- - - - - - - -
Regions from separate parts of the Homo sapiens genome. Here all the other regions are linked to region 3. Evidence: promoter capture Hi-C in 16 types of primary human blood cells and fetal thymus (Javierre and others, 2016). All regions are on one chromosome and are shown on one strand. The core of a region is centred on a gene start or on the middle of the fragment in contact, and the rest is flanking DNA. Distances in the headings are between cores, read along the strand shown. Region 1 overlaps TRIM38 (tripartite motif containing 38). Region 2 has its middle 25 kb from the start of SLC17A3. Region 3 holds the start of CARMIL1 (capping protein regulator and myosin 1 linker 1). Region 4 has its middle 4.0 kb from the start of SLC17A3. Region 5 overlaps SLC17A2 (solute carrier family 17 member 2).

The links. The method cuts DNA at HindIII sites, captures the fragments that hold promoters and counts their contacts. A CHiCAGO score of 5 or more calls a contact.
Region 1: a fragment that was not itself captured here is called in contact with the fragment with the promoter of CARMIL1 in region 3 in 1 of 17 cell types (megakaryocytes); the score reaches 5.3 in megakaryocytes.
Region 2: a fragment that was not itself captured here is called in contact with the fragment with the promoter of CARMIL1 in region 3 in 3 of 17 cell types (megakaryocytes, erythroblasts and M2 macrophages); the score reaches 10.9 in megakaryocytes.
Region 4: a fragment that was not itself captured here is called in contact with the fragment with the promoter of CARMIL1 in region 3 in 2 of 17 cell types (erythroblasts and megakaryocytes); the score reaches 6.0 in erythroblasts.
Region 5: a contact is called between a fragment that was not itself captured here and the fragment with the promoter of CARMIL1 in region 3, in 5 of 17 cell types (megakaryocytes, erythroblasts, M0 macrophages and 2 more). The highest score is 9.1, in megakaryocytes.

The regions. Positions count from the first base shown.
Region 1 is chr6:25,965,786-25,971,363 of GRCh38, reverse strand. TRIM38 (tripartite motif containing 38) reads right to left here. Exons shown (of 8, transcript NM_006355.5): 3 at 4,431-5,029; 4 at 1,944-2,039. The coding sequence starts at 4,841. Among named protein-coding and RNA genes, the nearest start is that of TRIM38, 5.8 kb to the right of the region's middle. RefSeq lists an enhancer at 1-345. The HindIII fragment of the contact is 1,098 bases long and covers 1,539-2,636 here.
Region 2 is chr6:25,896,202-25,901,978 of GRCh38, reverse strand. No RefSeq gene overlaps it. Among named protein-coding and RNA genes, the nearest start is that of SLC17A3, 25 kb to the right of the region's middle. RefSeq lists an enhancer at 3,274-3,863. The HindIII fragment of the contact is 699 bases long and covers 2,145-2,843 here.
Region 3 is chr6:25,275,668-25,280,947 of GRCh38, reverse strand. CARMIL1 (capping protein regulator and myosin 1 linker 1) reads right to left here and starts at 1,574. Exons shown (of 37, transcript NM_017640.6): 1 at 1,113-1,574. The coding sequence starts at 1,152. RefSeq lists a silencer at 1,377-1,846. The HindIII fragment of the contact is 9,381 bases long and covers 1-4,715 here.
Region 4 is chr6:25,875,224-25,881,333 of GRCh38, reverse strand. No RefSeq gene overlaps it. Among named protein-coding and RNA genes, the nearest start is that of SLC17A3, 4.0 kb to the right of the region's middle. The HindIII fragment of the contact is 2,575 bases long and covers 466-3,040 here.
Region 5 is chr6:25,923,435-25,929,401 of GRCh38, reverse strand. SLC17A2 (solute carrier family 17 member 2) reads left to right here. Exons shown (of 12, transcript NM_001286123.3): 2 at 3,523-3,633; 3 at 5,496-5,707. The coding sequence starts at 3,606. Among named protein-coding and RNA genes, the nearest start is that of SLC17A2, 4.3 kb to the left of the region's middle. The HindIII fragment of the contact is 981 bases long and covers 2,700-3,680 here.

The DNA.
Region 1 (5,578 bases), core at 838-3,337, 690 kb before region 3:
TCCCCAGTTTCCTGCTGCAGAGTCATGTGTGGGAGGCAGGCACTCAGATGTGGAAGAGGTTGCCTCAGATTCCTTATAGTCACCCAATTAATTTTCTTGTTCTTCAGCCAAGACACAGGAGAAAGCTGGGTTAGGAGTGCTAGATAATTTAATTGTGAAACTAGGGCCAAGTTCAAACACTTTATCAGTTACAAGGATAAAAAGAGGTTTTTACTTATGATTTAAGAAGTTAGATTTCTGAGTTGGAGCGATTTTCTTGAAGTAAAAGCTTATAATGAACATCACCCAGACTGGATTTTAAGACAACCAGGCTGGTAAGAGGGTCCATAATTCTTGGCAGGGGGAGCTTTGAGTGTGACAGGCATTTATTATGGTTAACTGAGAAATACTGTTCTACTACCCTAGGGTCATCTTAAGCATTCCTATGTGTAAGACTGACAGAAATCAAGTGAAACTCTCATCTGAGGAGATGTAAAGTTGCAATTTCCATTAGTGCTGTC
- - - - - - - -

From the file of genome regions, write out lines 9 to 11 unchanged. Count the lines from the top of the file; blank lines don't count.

Region 2 is chr6:25,896,202-25,901,978 of GRCh38, reverse strand. No RefSeq gene overlaps it. Among named protein-coding and RNA genes, the nearest start is that of SLC17A3, 25 kb to the right of the region's middle. RefSeq lists an enhancer at 3,274-3,863. The HindIII fragment of the contact is 699 bases long and covers 2,145-2,843 here.
Region 3 is chr6:25,275,668-25,280,947 of GRCh38, reverse strand. CARMIL1 (capping protein regulator and myosin 1 linker 1) reads right to left here and starts at 1,574. Exons shown (of 37, transcript NM_017640.6): 1 at 1,113-1,574. The coding sequence starts at 1,152. RefSeq lists a silencer at 1,377-1,846. The HindIII fragment of the contact is 9,381 bases long and covers 1-4,715 here.
Region 4 is chr6:25,875,224-25,881,333 of GRCh38, reverse strand. No RefSeq gene overlaps it. Among named protein-coding and RNA genes, the nearest start is that of SLC17A3, 4.0 kb to the right of the region's middle. The HindIII fragment of the contact is 2,575 bases long and covers 466-3,040 here.